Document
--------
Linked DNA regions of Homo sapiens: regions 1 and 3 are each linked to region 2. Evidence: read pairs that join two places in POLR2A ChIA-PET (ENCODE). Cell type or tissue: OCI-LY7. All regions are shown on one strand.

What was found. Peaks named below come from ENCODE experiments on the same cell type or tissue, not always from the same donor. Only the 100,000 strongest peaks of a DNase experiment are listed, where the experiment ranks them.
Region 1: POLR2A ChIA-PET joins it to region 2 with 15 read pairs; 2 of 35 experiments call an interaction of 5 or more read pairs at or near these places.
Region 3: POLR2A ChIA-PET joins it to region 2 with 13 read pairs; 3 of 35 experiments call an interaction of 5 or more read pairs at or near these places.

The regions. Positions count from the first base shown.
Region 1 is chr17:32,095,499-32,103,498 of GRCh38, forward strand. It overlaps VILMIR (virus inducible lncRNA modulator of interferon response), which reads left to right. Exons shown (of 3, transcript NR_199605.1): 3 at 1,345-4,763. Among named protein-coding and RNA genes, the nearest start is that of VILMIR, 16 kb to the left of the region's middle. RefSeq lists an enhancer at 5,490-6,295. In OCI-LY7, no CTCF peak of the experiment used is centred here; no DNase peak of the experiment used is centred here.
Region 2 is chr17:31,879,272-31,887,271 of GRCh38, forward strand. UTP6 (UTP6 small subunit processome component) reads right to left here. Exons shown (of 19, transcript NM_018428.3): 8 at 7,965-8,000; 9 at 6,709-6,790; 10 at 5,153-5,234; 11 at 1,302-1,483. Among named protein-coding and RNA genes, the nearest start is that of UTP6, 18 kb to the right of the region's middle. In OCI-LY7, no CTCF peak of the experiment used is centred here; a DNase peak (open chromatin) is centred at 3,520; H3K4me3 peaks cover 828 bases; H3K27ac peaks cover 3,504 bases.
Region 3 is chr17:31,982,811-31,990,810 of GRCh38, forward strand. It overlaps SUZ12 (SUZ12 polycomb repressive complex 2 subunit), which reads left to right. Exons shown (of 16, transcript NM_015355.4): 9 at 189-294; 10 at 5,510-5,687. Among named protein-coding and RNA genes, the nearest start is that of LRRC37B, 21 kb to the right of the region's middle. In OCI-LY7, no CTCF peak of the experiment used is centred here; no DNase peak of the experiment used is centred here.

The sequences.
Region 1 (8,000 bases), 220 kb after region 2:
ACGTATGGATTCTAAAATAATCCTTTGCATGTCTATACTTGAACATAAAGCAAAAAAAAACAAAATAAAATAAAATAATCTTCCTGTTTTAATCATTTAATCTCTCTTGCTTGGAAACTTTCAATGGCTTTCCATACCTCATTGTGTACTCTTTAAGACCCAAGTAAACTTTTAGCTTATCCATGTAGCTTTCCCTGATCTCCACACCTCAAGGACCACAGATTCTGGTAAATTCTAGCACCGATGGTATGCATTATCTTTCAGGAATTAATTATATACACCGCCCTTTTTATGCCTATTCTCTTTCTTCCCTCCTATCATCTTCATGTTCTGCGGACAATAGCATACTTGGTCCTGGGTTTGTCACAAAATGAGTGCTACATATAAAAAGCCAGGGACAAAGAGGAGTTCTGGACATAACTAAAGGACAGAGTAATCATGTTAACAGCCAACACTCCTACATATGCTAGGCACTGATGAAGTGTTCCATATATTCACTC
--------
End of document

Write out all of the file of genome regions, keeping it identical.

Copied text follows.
Linked DNA regions of Homo sapiens: regions 1 and 3 are each linked to region 2. Evidence: read pairs that join two places in POLR2A ChIA-PET (ENCODE). Cell type or tissue: OCI-LY7. All regions are shown on one strand.

What was found. Peaks named below come from ENCODE experiments on the same cell type or tissue, not always from the same donor. Only the 100,000 strongest peaks of a DNase experiment are listed, where the experiment ranks them.
Region 1: POLR2A ChIA-PET joins it to region 2 with 15 read pairs; 2 of 35 experiments call an interaction of 5 or more read pairs at or near these places.
Region 3: POLR2A ChIA-PET joins it to region 2 with 13 read pairs; 3 of 35 experiments call an interaction of 5 or more read pairs at or near these places.

The regions. Positions count from the first base shown.
Region 1 is chr17:32,095,499-32,103,498 of GRCh38, forward strand. It overlaps VILMIR (virus inducible lncRNA modulator of interferon response), which reads left to right. Exons shown (of 3, transcript NR_199605.1): 3 at 1,345-4,763. Among named protein-coding and RNA genes, the nearest start is that of VILMIR, 16 kb to the left of the region's middle. RefSeq lists an enhancer at 5,490-6,295. In OCI-LY7, no CTCF peak of the experiment used is centred here; no DNase peak of the experiment used is centred here.
Region 2 is chr17:31,879,272-31,887,271 of GRCh38, forward strand. UTP6 (UTP6 small subunit processome component) reads right to left here. Exons shown (of 19, transcript NM_018428.3): 8 at 7,965-8,000; 9 at 6,709-6,790; 10 at 5,153-5,234; 11 at 1,302-1,483. Among named protein-coding and RNA genes, the nearest start is that of UTP6, 18 kb to the right of the region's middle. In OCI-LY7, no CTCF peak of the experiment used is centred here; a DNase peak (open chromatin) is centred at 3,520; H3K4me3 peaks cover 828 bases; H3K27ac peaks cover 3,504 bases.
Region 3 is chr17:31,982,811-31,990,810 of GRCh38, forward strand. It overlaps SUZ12 (SUZ12 polycomb repressive complex 2 subunit), which reads left to right. Exons shown (of 16, transcript NM_015355.4): 9 at 189-294; 10 at 5,510-5,687. Among named protein-coding and RNA genes, the nearest start is that of LRRC37B, 21 kb to the right of the region's middle. In OCI-LY7, no CTCF peak of the experiment used is centred here; no DNase peak of the experiment used is centred here.

The sequences.
Region 1 (8,000 bases), 220 kb after region 2:
ACGTATGGATTCTAAAATAATCCTTTGCATGTCTATACTTGAACATAAAGCAAAAAAAAACAAAATAAAATAAAATAATCTTCCTGTTTTAATCATTTAATCTCTCTTGCTTGGAAACTTTCAATGGCTTTCCATACCTCATTGTGTACTCTTTAAGACCCAAGTAAACTTTTAGCTTATCCATGTAGCTTTCCCTGATCTCCACACCTCAAGGACCACAGATTCTGGTAAATTCTAGCACCGATGGTATGCATTATCTTTCAGGAATTAATTATATACACCGCCCTTTTTATGCCTATTCTCTTTCTTCCCTCCTATCATCTTCATGTTCTGCGGACAATAGCATACTTGGTCCTGGGTTTGTCACAAAATGAGTGCTACATATAAAAAGCCAGGGACAAAGAGGAGTTCTGGACATAACTAAAGGACAGAGTAATCATGTTAACAGCCAACACTCCTACATATGCTAGGCACTGATGAAGTGTTCCATATATTCACTC